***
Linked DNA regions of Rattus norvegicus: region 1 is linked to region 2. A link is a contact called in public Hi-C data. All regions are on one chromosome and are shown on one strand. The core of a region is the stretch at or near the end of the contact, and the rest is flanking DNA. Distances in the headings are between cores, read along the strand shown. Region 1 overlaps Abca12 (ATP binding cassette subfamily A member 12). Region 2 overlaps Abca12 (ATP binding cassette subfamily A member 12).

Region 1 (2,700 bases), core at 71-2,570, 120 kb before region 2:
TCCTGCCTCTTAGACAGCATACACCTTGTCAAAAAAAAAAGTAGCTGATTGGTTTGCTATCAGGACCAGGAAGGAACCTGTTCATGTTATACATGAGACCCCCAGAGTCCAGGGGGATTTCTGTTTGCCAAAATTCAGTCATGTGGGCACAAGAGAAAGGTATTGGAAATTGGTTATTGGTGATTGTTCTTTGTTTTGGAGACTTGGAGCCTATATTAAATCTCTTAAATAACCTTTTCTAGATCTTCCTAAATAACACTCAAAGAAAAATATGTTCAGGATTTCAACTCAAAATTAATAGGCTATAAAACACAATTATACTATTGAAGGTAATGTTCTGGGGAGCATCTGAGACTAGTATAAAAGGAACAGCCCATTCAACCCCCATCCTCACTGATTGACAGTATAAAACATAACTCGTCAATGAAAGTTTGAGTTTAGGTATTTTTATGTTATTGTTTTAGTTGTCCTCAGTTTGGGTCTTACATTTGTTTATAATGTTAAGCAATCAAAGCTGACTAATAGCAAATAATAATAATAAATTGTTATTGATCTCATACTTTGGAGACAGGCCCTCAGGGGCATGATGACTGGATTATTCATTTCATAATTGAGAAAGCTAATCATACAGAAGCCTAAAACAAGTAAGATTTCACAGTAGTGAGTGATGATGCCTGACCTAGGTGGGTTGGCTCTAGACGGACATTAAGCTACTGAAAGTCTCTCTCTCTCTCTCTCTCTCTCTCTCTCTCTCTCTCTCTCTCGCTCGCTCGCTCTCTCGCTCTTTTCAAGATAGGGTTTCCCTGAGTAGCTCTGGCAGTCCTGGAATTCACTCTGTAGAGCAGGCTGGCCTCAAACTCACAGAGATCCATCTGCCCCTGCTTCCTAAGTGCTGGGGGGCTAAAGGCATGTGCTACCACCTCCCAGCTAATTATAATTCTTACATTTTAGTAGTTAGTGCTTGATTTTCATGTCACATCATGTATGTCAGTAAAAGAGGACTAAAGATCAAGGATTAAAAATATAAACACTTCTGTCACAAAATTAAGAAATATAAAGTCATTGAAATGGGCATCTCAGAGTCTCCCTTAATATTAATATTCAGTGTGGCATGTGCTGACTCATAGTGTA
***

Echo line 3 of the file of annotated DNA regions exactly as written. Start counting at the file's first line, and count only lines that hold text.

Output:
TCCTGCCTCTTAGACAGCATACACCTTGTCAAAAAAAAAAGTAGCTGATTGGTTTGCTATCAGGACCAGGAAGGAACCTGTTCATGTTATACATGAGACCCCCAGAGTCCAGGGGGATTTCTGTTTGCCAAAATTCAGTCATGTGGGCACAAGAGAAAGGTATTGGAAATTGGTTATTGGTGATTGTTCTTTGTTTTGGAGACTTGGAGCCTATATTAAATCTCTTAAATAACCTTTTCTAGATCTTCCTAAATAACACTCAAAGAAAAATATGTTCAGGATTTCAACTCAAAATTAATAGGCTATAAAACACAATTATACTATTGAAGGTAATGTTCTGGGGAGCATCTGAGACTAGTATAAAAGGAACAGCCCATTCAACCCCCATCCTCACTGATTGACAGTATAAAACATAACTCGTCAATGAAAGTTTGAGTTTAGGTATTTTTATGTTATTGTTTTAGTTGTCCTCAGTTTGGGTCTTACATTTGTTTATAATGTTAAGCAATCAAAGCTGACTAATAGCAAATAATAATAATAAATTGTTATTGATCTCATACTTTGGAGACAGGCCCTCAGGGGCATGATGACTGGATTATTCATTTCATAATTGAGAAAGCTAATCATACAGAAGCCTAAAACAAGTAAGATTTCACAGTAGTGAGTGATGATGCCTGACCTAGGTGGGTTGGCTCTAGACGGACATTAAGCTACTGAAAGTCTCTCTCTCTCTCTCTCTCTCTCTCTCTCTCTCTCTCTCTCTCGCTCGCTCGCTCTCTCGCTCTTTTCAAGATAGGGTTTCCCTGAGTAGCTCTGGCAGTCCTGGAATTCACTCTGTAGAGCAGGCTGGCCTCAAACTCACAGAGATCCATCTGCCCCTGCTTCCTAAGTGCTGGGGGGCTAAAGGCATGTGCTACCACCTCCCAGCTAATTATAATTCTTACATTTTAGTAGTTAGTGCTTGATTTTCATGTCACATCATGTATGTCAGTAAAAGAGGACTAAAGATCAAGGATTAAAAATATAAACACTTCTGTCACAAAATTAAGAAATATAAAGTCATTGAAATGGGCATCTCAGAGTCTCCCTTAATATTAATATTCAGTGTGGCATGTGCTGACTCATAGTGTA